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  1. I am trying to set up a Rode Videomic Go with a Nikon D3200. It sounds very low and hiss when i play it back on the camera. What does the -db 40 mean in the attached. Also in screenshot the settings of the camera. It is at 6 in case hard to see. It goes from 1 to 20 and on the mic screenshot under Manual the dot is about quarter way which would be around 6 on scale of 1 to 20

    i don't see any way to disable automatic gain in the D3200
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  2. Member Cornucopia's Avatar
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    Oct 2001
    Deep in the Heart of Texas
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    Putting aside my thoughts on double system being preferable, at first glance I see what might be a mismatch. The D3200 has an internal mono mic, but the jack that allows for external mics is a stereo jack. Yet, your videogo mic is mono. Depending on the pinouts, this could be messing with your signal. This is easily remedied by adding an inline mono-->stereo adapter. It won't truly make it stereo of course, but it will provide proper conection to the expected pins. Would normally assume TRS-->TRRS or TS-->TRS, but what I see online for the Nikon ME-1 is TRS, and so is the VideoGo mic, so you might need a specialty one.
    You have VgM T=mono signal, R=?, S=ground. And you want D3200 T=Left signal, R=Right signal, S=Ground.

    Now that I look at the VgM more, I also see that it is expecting plug-in power. That is probably what that extra pin is for, and my guess is that is also one of the BIG reasons why you are having problems - you aren't providing power. (the D3200 provides power but "plug-in power" is implemented differently in different manufacturers, so those may not be compatible)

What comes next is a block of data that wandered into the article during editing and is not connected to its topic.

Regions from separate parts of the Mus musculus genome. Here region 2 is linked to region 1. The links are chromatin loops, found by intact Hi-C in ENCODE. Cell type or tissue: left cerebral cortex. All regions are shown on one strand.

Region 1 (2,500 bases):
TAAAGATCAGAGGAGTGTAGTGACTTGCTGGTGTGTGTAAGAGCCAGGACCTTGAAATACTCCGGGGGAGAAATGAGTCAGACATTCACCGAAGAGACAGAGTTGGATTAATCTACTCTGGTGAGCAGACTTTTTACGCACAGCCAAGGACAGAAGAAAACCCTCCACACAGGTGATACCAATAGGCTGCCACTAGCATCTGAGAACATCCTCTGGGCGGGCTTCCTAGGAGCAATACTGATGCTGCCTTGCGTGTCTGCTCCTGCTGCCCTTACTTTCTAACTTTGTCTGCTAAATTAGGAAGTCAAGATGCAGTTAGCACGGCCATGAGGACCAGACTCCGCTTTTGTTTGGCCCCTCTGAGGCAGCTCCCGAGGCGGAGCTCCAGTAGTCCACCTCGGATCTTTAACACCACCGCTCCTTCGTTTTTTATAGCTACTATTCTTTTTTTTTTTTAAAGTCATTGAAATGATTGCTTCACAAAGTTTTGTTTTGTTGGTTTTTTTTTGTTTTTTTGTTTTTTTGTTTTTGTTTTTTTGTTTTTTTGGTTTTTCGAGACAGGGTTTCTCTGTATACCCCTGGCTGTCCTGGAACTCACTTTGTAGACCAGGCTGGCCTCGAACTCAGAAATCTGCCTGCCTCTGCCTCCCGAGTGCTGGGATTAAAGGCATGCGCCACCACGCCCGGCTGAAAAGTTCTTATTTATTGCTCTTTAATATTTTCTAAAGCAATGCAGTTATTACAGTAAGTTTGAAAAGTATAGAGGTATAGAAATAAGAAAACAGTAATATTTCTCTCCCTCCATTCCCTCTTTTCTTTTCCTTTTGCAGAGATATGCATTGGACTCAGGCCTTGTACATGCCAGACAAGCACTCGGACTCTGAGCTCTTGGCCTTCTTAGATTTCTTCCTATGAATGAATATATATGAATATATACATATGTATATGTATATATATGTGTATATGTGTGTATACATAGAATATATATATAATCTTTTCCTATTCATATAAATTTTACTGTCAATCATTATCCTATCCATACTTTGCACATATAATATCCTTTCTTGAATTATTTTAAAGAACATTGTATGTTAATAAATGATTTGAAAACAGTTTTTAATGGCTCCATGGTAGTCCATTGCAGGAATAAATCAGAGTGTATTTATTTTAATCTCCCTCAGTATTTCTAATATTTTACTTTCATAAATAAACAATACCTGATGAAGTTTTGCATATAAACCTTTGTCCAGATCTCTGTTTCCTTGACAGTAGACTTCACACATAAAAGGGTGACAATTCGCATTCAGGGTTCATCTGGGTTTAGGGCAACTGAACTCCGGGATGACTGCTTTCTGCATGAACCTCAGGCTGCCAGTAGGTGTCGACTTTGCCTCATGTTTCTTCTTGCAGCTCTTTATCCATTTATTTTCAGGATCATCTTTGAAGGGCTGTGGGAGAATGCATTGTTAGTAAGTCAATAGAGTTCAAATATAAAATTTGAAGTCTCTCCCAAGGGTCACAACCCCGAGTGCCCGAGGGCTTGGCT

Next, one of your menus should show an option for "Auto Sensitivity" which toggles auto gain. Not sure where manual sensitivity would be adjusted though.

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  3. Video Restorer lordsmurf's Avatar
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    Jun 2003
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    -40 is the bottom range of the camera gain.

    Set it manually to about +14, and see what happens there. Adjust from there based on the camera, and setting.

    Auto gain really sucks on Nikon (and probably any camera, a standard dumb "smart" setting).

    Getting the gain isn't easy, it took me some practice to find the best levels on my D810. Right now, I'm still trying to find the best levels on my new Z6 II. The older the Nikon body (Canon/etc are the same), the more inexact the gain and mic quality gets. That D3200 is ancient by current standards, about 10 years old now. Both audio and video leave much to be desired. I actually forgot the D3200 allowed mic, it was dropped by the D3500. So was dropping it due to costs/space, or some buggy issues that were never resolved? Both?

    I was never impressed by Rode gear. The Deity V-Mic D3 Pro is so much better. That mic is self-powered, recharge the mic battery over USB-C.
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  4. Member
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    May 2023
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    To optimize the use of your Rode Videomic Go with the Nikon D3200 and address the low sound and hissing issues:

    The "-db 40" refers to a 40-decibel reduction in audio volume, helping to minimize background noise.

    The camera's audio level setting of 6 (on a scale of 1 to 20) affects the internal microphone, not the Rode Videomic Go.

    Experiment with different manual audio levels on the microphone to find the best setting for clear audio.

    Unfortunately, the D3200 does not have an option to disable automatic gain control (AGC). Consider using an external audio recorder or interface to bypass AGC.
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